While his name may not immediately come to mind, his face is among the most familiar on stage, screen and television
Clifton Powell, now appearing as Marvin Pence Gaye Sr. in "My Brother Marvin," playing at the Merriam Theater through Feb. 24, has an extensive list of film credits that includes "Next Friday" and "Friday After Next," in which he played the unforgettable "Pinky," as well as "Menace II Society," "Dead Presidents," "The Gospel," "Street Kings," "First Sunday" and "Ray." On television he has appeared in "Murder She Wrote" "NYPD Blue," "In the House," "Moesha," "Army Wives" and "She's Not Our Sister," among many others.
While Powell, a native of Washington, D.C. has evolved into one of Hollywood's favorite "go-to guys," early in life, he was a class clown who was occasionally faced with the threat of being put out of school. "I really wanted to be a football player," he said during our recent interview. "I saw a play, and I didn't really know what a play was, because I grew up in the 'hood and I had never really been exposed to the arts like that. I went from one high school to another, and that summer, I saw a play at the high school that I was on my way to. I was like, 'Wow! That looks like fun! I might try that!' And I was too skinny to play football. I was too little. I was fast, but I was just too skinny.
"So the next year, I went to the teacher and his name was Mr. Redden. I said, 'Mr. Redden, look. I want to be in a play, and I don't want to do no damn singing. I just want to act!' But I didn't know how to act. I just told him I wanted to be in it. I was just messin' around, and he put me in the show! The name of the play was 'Little Abner,' and I played 'General Bullmoose.' I didn't have any idea what I was doing, but it just looked like fun! Ironically, my niece came to the show, and she said, 'Clifton, you really were pretty good in the play.' I was like, 'You think so?'
While the acting bug didn't immediately take over, Powell was soon convinced to audition for the prestigious "Workshop for Careers in the Arts," while accompanying his friend, David Jackson to "a tough part of town" where the auditions were being held.
"He said, 'Come ride with me,' and I rode up there. He went in to audition and I sat outside in the lobby," Powell recalled. "They kept coming outside and asking me to come in to audition, and I told them, 'Man, I'm not trying to be no little actor!' They were like, 'Well, we need more men. We need more strong men in there.' I'm like, 'Man, get out of here! Get out of my face!'
"They came out like three times, and finally, the teacher, his name was Kenneth Daugherty, he said, 'Listen. We need strong Black men in there. Will you please come in and audition?' I said, 'Whatever, partner! I'll come in and do it!' and they put me in the program! I guess I did something funny. I don't know what I did, and they put me in the program. That's how I got started."
From that unlikely beginning, Powell has developed into a versatile actor who can play Martin Luther King in "Selma, Lord, Selma" and that dastardly dude in "Woman Thou Art Loosed" with equal aplomb, and has appeared in countless stage, film and television projects.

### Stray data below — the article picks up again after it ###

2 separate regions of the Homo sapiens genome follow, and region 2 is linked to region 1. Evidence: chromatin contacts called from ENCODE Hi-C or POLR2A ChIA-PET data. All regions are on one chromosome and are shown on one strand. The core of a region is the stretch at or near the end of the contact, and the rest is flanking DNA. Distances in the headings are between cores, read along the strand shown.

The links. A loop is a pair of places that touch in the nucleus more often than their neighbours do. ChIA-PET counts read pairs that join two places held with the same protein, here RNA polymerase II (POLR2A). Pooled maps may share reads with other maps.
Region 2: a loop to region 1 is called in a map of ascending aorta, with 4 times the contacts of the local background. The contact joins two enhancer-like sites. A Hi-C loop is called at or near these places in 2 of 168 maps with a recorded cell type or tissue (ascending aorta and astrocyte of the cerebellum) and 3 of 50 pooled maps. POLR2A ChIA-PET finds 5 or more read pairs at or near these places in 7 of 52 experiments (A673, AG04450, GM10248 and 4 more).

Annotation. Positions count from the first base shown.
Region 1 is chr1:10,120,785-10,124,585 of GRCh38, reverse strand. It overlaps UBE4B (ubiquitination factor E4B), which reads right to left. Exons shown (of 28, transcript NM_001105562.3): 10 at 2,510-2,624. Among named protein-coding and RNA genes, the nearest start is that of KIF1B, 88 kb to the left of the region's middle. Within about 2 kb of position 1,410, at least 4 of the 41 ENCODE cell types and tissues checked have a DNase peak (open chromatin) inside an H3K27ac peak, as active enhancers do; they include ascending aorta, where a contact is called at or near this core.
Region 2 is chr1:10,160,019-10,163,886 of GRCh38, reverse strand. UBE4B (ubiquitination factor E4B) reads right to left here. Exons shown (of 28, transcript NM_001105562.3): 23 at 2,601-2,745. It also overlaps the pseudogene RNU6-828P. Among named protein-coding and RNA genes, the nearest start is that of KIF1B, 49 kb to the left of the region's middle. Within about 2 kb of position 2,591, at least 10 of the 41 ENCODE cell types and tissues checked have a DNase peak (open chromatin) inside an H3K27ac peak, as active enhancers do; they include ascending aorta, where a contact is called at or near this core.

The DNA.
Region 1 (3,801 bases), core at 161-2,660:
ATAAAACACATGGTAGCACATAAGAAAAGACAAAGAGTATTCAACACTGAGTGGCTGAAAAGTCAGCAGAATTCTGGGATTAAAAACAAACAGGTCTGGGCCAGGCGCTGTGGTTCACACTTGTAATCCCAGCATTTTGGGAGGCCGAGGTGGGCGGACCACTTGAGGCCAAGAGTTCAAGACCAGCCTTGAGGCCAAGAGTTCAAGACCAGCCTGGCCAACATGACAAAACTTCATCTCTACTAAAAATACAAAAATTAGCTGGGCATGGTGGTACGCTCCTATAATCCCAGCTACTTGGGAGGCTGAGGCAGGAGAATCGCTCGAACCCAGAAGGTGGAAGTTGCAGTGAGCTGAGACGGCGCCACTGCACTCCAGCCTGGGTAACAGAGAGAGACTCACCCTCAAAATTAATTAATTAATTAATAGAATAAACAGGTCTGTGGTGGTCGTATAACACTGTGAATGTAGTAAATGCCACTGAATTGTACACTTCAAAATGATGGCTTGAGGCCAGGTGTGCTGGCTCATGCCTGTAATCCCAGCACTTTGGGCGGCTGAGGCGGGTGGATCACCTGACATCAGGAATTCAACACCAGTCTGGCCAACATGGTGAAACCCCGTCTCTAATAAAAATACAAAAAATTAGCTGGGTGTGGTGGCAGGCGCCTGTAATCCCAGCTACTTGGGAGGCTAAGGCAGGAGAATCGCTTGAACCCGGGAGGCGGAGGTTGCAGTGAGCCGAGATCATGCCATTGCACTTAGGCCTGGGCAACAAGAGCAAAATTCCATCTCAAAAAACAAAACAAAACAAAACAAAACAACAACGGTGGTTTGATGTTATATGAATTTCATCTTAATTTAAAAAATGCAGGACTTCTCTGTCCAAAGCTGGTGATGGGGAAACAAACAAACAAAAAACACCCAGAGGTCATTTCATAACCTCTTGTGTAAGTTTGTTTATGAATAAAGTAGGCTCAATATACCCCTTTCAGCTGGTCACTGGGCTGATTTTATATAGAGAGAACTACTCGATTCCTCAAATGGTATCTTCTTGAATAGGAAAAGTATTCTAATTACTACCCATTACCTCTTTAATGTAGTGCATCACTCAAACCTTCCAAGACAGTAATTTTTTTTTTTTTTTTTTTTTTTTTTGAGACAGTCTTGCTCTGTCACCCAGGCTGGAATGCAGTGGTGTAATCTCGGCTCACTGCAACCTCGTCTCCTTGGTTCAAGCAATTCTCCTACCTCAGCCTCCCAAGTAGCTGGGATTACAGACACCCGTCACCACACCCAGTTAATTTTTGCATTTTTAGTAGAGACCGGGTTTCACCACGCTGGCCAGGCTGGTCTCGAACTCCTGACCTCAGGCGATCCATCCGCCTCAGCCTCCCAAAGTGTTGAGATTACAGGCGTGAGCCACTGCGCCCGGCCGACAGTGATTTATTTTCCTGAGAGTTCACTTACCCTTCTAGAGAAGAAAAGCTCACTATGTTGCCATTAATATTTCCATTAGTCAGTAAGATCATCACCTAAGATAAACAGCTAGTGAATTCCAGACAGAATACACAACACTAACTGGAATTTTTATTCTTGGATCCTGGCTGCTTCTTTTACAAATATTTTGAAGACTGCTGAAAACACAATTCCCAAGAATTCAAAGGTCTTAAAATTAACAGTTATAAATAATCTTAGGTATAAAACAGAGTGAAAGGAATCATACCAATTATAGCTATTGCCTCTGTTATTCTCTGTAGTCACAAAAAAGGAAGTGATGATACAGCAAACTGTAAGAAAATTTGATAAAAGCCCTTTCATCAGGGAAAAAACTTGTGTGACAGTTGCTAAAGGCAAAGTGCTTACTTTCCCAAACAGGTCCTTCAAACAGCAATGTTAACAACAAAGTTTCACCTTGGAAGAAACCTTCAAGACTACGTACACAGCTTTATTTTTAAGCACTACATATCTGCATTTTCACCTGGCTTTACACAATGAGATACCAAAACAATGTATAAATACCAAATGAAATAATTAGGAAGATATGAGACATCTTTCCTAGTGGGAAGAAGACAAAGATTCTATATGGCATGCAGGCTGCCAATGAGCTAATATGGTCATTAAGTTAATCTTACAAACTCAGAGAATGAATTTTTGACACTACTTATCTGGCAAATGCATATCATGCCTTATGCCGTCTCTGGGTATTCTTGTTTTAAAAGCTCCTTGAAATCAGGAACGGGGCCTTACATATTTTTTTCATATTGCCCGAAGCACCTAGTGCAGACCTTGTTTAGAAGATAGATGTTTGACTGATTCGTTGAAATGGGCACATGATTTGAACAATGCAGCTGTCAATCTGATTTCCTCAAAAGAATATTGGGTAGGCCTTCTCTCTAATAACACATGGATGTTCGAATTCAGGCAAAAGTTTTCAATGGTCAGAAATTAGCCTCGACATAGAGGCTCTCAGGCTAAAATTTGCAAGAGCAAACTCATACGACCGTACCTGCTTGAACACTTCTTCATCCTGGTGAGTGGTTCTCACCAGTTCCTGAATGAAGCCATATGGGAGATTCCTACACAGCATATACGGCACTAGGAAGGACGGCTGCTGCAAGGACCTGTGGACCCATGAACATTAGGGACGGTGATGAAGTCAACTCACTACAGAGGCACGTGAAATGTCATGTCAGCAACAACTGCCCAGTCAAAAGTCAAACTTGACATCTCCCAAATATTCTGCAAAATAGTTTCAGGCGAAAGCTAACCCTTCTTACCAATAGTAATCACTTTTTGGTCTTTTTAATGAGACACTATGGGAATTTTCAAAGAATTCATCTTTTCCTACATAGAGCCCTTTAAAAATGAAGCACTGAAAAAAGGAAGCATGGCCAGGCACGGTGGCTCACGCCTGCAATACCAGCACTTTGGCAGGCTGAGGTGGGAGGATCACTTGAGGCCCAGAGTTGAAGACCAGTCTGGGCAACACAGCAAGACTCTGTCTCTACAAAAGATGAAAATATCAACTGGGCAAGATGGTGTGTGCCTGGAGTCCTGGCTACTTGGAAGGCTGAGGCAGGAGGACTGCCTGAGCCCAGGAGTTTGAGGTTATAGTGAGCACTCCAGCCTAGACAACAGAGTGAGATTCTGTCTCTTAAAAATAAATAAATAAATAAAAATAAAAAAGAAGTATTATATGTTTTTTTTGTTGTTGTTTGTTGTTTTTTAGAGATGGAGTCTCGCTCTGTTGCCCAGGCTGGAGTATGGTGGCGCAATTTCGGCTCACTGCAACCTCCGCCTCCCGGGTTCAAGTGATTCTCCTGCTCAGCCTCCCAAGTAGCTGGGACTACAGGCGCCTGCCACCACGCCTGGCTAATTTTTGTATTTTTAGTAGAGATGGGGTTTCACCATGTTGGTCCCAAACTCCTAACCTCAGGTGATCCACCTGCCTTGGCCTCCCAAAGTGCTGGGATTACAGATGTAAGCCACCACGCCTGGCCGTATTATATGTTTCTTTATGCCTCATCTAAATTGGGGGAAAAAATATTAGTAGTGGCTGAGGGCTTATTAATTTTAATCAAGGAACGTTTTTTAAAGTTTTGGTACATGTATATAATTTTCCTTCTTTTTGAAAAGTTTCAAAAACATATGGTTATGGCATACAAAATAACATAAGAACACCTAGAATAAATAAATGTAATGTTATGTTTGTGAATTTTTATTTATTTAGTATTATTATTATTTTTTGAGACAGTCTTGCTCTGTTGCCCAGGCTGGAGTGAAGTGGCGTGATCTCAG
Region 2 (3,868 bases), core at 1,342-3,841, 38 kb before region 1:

"Once you get into theater and the magic of it, and the spectacle of it, it just takes you by storm," said Powell, who is also the director of "My Brother Marvin." "I do a lot of independent stuff. Some of them are good, some of them may not be that good, but I just wanted to be a working actor and just work. I'm like Sam Jackson. I just want to work! We all come out of the same school. We work. That's what we do. We're actors. We make movies, we do plays. We do whatever to keep our craft going. Then you land a part like this, like the Marvin Gaye story...this show can run like for five years straight, man! That's how good it is, and his story is so poignant. So I just feel incredibly blessed to have kept working as an actor."
Even so, Powell isn't the only high profile public figure in the family. His nephew is the popular CBS sports anchor James Brown, most commonly known as J.B. "His mother is my sister," Powell explained. "Mary Ann Brown was who raised me. My mother died when I was four, and J.B.'s mother raised me along with my dad, before he died. She's my older sister. We have different fathers, but the same mom."
A father of three, Powell, as Los Angeles Clippers fan, enjoys spending time with his family, and has high hopes for his son Clifton Powell, III (affectionately known as CP3), who is a talented high school basketball star.
"I'm really just trying to be a normal person. I like to have a normal life, and just continue to be blessed -- I'm so blessed -- and stay humble," said Powell, who will appear in the upcoming feature films "The North Star" and "The Undershepherd." "I'm so appreciative for my African-American and Latino fan base, and my white fan base that really made me a household name, but especially my African-American fan base. I'm just grateful, and I'm just a regular guy. I try to do regular things and keep my head level."